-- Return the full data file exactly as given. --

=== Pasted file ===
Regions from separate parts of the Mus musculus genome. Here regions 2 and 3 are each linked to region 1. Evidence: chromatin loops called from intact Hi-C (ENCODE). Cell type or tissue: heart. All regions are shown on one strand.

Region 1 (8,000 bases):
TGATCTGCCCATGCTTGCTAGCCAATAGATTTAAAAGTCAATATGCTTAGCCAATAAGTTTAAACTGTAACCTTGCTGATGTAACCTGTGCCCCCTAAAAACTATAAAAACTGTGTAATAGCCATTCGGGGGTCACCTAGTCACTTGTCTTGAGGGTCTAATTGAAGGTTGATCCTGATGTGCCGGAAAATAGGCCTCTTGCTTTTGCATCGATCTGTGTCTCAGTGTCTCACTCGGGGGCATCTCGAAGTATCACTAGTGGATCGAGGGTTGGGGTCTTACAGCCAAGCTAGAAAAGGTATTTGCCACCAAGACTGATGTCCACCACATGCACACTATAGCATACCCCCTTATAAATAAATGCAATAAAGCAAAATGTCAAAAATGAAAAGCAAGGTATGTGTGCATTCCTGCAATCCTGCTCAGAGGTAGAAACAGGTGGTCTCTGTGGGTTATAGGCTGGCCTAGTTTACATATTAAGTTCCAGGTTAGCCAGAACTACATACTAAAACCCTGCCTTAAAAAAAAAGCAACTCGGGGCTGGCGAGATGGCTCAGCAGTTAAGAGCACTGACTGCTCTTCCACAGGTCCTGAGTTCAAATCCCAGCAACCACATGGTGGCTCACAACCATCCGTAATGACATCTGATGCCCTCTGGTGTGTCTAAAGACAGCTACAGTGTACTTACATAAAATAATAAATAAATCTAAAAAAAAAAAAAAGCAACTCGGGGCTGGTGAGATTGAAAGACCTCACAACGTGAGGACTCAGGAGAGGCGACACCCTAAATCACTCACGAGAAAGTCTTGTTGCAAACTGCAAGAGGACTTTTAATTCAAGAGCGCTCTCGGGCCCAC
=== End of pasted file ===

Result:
Regions from separate parts of the Mus musculus genome. Here regions 2 and 3 are each linked to region 1. Evidence: chromatin loops called from intact Hi-C (ENCODE). Cell type or tissue: heart. All regions are shown on one strand.

Region 1 (8,000 bases):
TGATCTGCCCATGCTTGCTAGCCAATAGATTTAAAAGTCAATATGCTTAGCCAATAAGTTTAAACTGTAACCTTGCTGATGTAACCTGTGCCCCCTAAAAACTATAAAAACTGTGTAATAGCCATTCGGGGGTCACCTAGTCACTTGTCTTGAGGGTCTAATTGAAGGTTGATCCTGATGTGCCGGAAAATAGGCCTCTTGCTTTTGCATCGATCTGTGTCTCAGTGTCTCACTCGGGGGCATCTCGAAGTATCACTAGTGGATCGAGGGTTGGGGTCTTACAGCCAAGCTAGAAAAGGTATTTGCCACCAAGACTGATGTCCACCACATGCACACTATAGCATACCCCCTTATAAATAAATGCAATAAAGCAAAATGTCAAAAATGAAAAGCAAGGTATGTGTGCATTCCTGCAATCCTGCTCAGAGGTAGAAACAGGTGGTCTCTGTGGGTTATAGGCTGGCCTAGTTTACATATTAAGTTCCAGGTTAGCCAGAACTACATACTAAAACCCTGCCTTAAAAAAAAAGCAACTCGGGGCTGGCGAGATGGCTCAGCAGTTAAGAGCACTGACTGCTCTTCCACAGGTCCTGAGTTCAAATCCCAGCAACCACATGGTGGCTCACAACCATCCGTAATGACATCTGATGCCCTCTGGTGTGTCTAAAGACAGCTACAGTGTACTTACATAAAATAATAAATAAATCTAAAAAAAAAAAAAAGCAACTCGGGGCTGGTGAGATTGAAAGACCTCACAACGTGAGGACTCAGGAGAGGCGACACCCTAAATCACTCACGAGAAAGTCTTGTTGCAAACTGCAAGAGGACTTTTAATTCAAGAGCGCTCTCGGGCCCAC